Andrew Ducker (andrewducker) wrote,
Andrew Ducker

How I read the internet (and my link-collecting process)

I have a lot of feeds* on Google Reader. I mostly don't read them using Google Reader, because it's a website, and therefore doesn't have a UI that's as powerful as a proper application. Instead I use FeedDemon at home and GReaderPro on my phone. They both synchronise with Google Reader, which means that wherever I am I have the same list of unread articles.

If I'm at home then I browse on FeedDemon using its handy keyboard shortcuts, opening any articles that look interesting. If they look interesting/amusing enough to share then I save them into Delicious*. At work I use Google Reader directly, and if an article is not-work-safe, or too long to read over lunch/while code is compiling then I save it to Read It Later, a very handy tool that synchronises things I want to read later between my phone, and any PC I use regularly. The thing I love about it most is that on my phone it also provides a simplified text-only view which is much easier to read than 95% of websites***.

I used to save links direct from my phone to Delicious, but since that was taken over by a bunch of deluded simians their Android plugin has been abandoned, so I've switched to just saving articles to Read It Later and then sticking them on Delicious when I get to work/home.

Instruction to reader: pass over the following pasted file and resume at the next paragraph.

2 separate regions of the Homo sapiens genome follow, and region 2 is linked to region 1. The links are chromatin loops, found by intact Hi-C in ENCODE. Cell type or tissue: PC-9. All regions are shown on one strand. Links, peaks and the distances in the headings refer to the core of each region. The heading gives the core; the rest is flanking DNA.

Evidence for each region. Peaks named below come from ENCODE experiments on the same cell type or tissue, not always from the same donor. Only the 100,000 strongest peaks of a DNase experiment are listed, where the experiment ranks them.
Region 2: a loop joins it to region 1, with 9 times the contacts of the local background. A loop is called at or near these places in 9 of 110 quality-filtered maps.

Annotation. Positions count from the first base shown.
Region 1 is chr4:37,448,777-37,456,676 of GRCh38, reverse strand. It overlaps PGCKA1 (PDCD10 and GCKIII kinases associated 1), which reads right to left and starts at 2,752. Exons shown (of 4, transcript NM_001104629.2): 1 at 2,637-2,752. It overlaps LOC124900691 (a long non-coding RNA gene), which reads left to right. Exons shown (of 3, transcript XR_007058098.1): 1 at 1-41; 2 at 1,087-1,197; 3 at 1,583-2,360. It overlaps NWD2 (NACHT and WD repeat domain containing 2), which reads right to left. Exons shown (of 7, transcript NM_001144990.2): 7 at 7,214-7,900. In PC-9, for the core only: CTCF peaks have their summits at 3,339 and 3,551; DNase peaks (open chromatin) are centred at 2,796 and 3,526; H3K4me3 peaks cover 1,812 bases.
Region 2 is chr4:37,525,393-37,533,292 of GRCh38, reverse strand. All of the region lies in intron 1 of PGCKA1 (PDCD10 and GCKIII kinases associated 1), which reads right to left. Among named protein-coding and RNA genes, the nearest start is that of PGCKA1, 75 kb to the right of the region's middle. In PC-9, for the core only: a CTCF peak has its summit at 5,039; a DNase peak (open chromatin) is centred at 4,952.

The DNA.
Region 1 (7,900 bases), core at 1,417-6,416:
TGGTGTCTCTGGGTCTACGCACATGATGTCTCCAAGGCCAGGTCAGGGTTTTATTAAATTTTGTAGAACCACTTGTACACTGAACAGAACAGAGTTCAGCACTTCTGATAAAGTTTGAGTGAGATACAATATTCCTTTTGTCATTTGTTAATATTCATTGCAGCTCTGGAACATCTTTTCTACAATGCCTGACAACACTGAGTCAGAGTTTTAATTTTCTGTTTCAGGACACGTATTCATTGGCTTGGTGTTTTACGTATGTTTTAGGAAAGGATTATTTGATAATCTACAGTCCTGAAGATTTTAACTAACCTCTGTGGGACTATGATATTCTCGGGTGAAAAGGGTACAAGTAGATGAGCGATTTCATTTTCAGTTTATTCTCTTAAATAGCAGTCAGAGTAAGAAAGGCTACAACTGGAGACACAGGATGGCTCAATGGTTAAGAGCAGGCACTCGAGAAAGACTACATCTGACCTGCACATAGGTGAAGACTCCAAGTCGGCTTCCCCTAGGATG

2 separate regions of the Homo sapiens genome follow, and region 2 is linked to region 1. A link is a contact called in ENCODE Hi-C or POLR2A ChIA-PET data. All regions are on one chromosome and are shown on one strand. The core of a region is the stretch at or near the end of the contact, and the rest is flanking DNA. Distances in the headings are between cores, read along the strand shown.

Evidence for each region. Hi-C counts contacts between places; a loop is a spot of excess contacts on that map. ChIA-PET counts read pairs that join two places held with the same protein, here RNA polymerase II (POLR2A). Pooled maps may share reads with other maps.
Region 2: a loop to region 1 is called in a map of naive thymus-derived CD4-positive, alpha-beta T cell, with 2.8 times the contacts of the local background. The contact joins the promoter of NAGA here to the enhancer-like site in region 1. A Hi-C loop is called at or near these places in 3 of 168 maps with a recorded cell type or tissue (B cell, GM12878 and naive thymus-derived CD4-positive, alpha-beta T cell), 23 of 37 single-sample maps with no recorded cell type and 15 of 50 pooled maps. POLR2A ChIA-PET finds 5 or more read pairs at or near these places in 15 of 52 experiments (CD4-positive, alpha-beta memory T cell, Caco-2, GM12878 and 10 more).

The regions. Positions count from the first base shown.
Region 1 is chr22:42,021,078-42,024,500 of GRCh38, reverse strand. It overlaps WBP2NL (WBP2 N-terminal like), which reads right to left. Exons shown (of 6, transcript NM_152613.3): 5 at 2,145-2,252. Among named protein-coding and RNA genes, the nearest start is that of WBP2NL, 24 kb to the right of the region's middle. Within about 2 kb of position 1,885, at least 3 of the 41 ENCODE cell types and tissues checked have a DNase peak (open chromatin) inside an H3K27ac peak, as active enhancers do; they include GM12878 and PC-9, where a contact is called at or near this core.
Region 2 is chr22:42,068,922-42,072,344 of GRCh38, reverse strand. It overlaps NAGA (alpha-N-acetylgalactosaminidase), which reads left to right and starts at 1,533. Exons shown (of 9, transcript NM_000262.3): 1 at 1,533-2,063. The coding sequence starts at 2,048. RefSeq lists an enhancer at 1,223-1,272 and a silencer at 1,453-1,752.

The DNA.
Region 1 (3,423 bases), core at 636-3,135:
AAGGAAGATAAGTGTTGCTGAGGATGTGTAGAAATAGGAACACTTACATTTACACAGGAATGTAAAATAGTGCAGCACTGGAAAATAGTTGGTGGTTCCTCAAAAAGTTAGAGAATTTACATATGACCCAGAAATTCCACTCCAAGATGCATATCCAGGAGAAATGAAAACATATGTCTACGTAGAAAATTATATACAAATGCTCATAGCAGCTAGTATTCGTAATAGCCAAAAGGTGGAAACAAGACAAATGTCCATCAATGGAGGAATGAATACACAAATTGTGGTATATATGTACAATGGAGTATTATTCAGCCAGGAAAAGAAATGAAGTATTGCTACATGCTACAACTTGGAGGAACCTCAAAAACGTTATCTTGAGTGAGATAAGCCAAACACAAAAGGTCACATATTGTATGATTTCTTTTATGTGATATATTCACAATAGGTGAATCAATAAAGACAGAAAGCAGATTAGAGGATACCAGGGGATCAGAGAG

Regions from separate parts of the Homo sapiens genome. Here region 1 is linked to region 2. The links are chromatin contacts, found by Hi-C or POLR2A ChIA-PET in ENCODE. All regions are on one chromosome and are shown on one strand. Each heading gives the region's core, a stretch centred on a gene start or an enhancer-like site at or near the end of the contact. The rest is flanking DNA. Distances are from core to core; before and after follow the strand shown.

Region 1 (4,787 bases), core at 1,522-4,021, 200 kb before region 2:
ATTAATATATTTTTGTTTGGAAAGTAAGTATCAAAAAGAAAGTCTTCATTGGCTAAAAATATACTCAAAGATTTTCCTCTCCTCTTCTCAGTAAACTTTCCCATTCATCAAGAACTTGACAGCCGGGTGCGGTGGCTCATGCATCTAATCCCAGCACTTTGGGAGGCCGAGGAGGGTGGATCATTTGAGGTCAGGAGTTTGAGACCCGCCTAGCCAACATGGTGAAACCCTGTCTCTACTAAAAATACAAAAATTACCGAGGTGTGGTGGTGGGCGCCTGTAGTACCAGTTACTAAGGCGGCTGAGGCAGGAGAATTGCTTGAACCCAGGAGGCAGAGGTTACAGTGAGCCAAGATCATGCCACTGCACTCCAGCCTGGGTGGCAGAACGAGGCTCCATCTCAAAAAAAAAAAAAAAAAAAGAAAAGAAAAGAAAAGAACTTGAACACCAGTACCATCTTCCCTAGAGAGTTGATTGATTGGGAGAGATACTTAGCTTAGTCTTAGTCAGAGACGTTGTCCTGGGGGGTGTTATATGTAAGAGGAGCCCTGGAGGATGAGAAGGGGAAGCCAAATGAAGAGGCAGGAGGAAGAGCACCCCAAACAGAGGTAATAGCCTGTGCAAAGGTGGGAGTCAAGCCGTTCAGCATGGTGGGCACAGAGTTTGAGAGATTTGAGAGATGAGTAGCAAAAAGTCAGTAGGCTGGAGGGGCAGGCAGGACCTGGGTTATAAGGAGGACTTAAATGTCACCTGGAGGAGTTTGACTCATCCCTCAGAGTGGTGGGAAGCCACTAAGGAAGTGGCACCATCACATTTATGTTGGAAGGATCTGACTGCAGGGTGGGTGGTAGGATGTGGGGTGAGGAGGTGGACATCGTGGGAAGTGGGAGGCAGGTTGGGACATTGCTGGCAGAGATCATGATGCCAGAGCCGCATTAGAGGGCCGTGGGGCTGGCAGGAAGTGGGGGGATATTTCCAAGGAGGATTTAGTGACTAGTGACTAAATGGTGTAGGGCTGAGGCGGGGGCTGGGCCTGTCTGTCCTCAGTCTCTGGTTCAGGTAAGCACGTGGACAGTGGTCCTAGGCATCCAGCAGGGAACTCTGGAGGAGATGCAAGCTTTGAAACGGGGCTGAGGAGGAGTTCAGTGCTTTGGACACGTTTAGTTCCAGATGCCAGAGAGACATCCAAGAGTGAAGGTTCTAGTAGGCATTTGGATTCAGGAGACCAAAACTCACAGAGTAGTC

I also get links via email (octopoid_horror sends me loads, and I get them intermittently from others as well). Some links come in via Facebook, which I read when I'm bored at a bus stop and have already read all my Google Reader entries. I used to get some via Twitter, but I've only been on there a couple of times in the last 6 months, and I really need to have a massive clear-out if I'm going to ever make it usable again.

And finally there's DW/LJ, where people have linkposts, or mention things in passing that I then reshare. You'll sometimes see a "via" in the link tags, and those are usually LJ usernames.

Every 15 minutes a job on If This Then That checks to see if there are new entries on Delicious and if so punts them over to Twitter, shortening the links with my key so that I can see how many clicks they get. Once per day, at 11am (GMT) a job on Feed This To That takes the links from Delicious, filters them to the previous 24 hours, and posts them DW, which posts them on to LJ.

And then you get to read them. And point out the ones that are from 1997, clearly wrong, or otherwise should never have seen the light of day. Which is what makes it all worthwhile.

*A "feed" is a text-only version of a website, whereby each entry is separate from every other one. Rather than visiting a lot of websites multiple times per day to see if they've updated this is automated by a feed reader, which checks each one intermittently and displays new entries for you. And by "a lot" I mean 83. Which doesn't sound like that many, but includes things like the BBC front page, which had about 150 articles on it yesterday.
**I don't really like Delicious, but the best alternative is, which doesn't use all of your tags for autocompletion of tags, and is case sensitive for tag completion too, which doesn't work well with my thousands of existing tags. They're supposed to be fixing that in the near future though, at which point I'll re-evalute.
***Similar to what Instapaper does on the iPhone.

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